# Find the probability that a person is healthy given Covid 19?

A test is (covid-19)

$$(1)95 \% \text{ reliable on infected patients.}\\(2)99 \% \text{ reliable on healthy people.}\\(3) 4\% \text{ of population has virus.}\\ \text{define event: V: patient has virus}\\\qquad \qquad S: \text{Test indicates a positive result.} \\ \Rightarrow{\text{We know: }}P(S|V) =.95, P(S^c|V^c) =.99,P(V)=.04\\\text{This test is given to a person with positive result. What is the probability }\\\text{ that this person is infected?}\\P(V|S)=\frac{P(V\cap{S})}{P(s)}=\frac{P(V)P(S|V)}{P(V)P(S|V)+P(V^c)P(S|V^c)}\\=\frac{P(V)P(S|V)}{P(V)P(S|V)+(1-P(V)(1-P(S^c|V^c)}=\frac{.04\star.95}{.04\star.95+(1-.04)(1-.99)}=.8636$$

Find the probability that a person is healthy given the test says this person has a negative result. How do I solve this part any tips?

Recheck your calculation. I get $$\Pr[V \mid S] = \frac{(0.04)(0.95)}{(0.04)(0.95) + (0.96)(0.01)} = \frac{95}{119} \approx 0.798319.$$

As for your other question, you want $$\Pr[V^c \mid S^c].$$ This is solved in an analogous fashion to what you already computed:

$$\Pr[V^c \mid S^c] = \frac{\Pr[S^c \mid V^c]\Pr[V^c]}{\Pr[S^c \mid V^c]\Pr[V^c] + \Pr[S^c \mid V]\Pr[V]}.$$ I leave the computation to you.

Another way to do these calculations is to construct a frequency table based on the given probabilities for a hypothetical cohort. Suppose the population contains $$10000$$ people. Of these, $$(0.04)(10000) = 400$$ are infected with the virus. The remaining $$9600$$ are healthy. Of the $$400$$ infected people, the test is $$95\%$$ reliable, so $$(0.95)(400) = 380$$ of these will test positive and $$20$$ will test negative. Of the $$9600$$ healthy people, the test is $$99\%$$ reliable, so $$(0.99)(9600) = 9504$$ of these will test negative, and $$9600-9504 = 96$$ will test positive. In summary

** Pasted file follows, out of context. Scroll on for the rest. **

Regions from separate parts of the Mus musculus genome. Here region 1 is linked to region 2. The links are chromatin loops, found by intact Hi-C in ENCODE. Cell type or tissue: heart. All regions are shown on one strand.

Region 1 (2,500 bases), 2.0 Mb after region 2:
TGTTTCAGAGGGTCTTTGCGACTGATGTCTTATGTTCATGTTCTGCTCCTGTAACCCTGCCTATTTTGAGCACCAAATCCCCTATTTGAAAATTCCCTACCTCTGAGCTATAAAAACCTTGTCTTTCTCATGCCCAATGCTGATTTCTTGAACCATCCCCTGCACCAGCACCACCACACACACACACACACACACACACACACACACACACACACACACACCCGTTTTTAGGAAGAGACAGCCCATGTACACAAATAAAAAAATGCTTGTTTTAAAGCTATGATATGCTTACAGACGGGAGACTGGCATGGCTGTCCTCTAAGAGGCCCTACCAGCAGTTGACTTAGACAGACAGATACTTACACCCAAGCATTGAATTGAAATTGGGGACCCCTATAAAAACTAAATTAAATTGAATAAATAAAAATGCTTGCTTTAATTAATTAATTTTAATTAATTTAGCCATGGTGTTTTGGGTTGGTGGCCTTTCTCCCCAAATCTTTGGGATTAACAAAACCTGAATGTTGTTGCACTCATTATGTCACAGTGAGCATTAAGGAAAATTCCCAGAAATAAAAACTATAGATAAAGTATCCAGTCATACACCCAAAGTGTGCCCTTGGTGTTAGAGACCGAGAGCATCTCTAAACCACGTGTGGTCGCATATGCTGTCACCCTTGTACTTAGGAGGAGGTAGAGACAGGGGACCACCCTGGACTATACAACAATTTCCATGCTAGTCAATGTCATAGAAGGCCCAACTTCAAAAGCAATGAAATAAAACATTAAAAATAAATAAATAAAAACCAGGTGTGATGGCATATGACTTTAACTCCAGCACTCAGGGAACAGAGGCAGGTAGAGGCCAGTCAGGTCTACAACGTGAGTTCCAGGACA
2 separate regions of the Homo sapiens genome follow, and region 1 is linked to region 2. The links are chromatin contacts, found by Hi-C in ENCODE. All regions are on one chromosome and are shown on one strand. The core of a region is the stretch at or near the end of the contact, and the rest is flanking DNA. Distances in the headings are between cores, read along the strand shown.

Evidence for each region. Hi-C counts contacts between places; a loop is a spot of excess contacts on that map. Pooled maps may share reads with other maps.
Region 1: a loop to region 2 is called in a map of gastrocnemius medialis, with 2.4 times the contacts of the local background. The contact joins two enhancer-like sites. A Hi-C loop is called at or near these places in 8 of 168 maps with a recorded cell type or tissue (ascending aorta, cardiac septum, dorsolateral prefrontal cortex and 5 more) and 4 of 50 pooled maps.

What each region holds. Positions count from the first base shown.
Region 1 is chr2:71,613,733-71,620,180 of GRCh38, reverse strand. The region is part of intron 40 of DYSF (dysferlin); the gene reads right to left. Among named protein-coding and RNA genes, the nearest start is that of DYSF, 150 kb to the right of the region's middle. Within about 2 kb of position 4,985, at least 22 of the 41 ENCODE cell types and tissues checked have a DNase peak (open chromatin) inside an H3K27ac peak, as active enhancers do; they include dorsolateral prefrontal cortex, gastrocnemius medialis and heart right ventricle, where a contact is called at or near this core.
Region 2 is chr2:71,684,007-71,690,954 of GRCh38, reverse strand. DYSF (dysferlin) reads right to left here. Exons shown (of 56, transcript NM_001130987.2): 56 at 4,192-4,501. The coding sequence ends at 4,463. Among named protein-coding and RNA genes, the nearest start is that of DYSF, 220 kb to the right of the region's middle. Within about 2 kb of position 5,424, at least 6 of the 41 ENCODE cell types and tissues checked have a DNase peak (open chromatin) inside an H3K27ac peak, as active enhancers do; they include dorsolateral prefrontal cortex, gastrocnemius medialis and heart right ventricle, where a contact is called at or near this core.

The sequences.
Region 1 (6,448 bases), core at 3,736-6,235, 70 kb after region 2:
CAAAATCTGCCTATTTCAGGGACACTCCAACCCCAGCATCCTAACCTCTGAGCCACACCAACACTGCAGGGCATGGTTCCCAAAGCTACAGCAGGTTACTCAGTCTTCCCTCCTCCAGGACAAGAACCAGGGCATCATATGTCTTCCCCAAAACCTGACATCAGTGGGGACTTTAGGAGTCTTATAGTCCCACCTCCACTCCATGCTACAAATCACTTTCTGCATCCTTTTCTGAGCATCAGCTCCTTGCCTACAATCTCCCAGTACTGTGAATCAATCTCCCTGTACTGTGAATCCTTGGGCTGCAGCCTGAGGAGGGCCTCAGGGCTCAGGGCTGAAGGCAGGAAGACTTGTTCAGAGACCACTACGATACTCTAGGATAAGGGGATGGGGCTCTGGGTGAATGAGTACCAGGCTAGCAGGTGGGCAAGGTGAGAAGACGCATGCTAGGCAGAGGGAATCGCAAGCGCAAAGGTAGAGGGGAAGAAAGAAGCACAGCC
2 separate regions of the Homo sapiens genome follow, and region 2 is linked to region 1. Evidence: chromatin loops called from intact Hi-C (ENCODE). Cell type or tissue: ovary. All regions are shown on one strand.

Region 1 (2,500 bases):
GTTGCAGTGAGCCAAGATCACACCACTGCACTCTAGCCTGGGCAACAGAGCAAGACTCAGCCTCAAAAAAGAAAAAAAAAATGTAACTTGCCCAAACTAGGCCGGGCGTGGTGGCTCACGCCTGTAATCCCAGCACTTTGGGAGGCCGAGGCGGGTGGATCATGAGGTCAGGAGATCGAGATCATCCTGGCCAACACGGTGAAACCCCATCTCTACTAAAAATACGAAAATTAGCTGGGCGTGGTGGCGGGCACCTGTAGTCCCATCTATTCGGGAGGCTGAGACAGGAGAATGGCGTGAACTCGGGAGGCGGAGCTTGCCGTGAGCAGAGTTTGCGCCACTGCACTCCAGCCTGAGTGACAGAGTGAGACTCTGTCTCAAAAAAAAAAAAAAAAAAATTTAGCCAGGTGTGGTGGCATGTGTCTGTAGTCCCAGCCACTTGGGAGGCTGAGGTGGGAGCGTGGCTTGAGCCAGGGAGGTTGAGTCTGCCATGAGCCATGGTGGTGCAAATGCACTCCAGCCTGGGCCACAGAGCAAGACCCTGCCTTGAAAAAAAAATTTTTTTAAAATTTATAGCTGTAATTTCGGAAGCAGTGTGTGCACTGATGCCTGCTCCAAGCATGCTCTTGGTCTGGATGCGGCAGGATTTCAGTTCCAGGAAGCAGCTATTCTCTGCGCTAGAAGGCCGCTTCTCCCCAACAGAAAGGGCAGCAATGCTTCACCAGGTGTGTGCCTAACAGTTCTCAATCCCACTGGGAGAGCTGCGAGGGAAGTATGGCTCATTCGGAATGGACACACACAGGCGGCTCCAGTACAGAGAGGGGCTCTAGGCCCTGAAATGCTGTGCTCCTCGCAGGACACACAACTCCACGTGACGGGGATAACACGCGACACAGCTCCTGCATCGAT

$$\begin{array}{|c|c|c|c|} \hline & V & V^c & \text{Total} \\ \hline S & 380 & 96 & 476 \\ \hline S^c & 20 & 9504 & 9524 \\ \hline \text{Total} & 400 & 9600 & 10000 \\ \hline \end{array}$$

We simply populated the corresponding joint events with the number of people we expect to meet the criteria, and the row totals $$476$$ and $$9524$$ were just the sums of the corresponding rows.

Now that we have constructed such a table, it is immediately obvious that $$\Pr[V \mid S] = \frac{380}{476} \approx 0.798319,$$ and the computation of $$\Pr[V^c \mid S^c]$$ is similarly performed by reading the appropriate cells in the table.

In a slightly simplified notation,

$$P(V^c|S^c)=\frac{P(V^c\cap S^c)}{P(S^c)}$$

$$=\frac{P(V^c\cap S^c)}{P(V^c\cap S^c+P(V\cap S^c)}$$

$$=\frac{.96\star.99}{(.96\star.99+.04*.05)} =\frac{9504}{9524}$$

## Note

Actually, the simplest way for such problems which have a tendency to confuse learners, is to use a contingency table. But this may be frowned upon by teachers who expect mathematical notation.

A good compromise is to use a simpler notation as I have done rather than expand it into its fullest form. This should be acceptable to teachers , in general, and less confusing to learners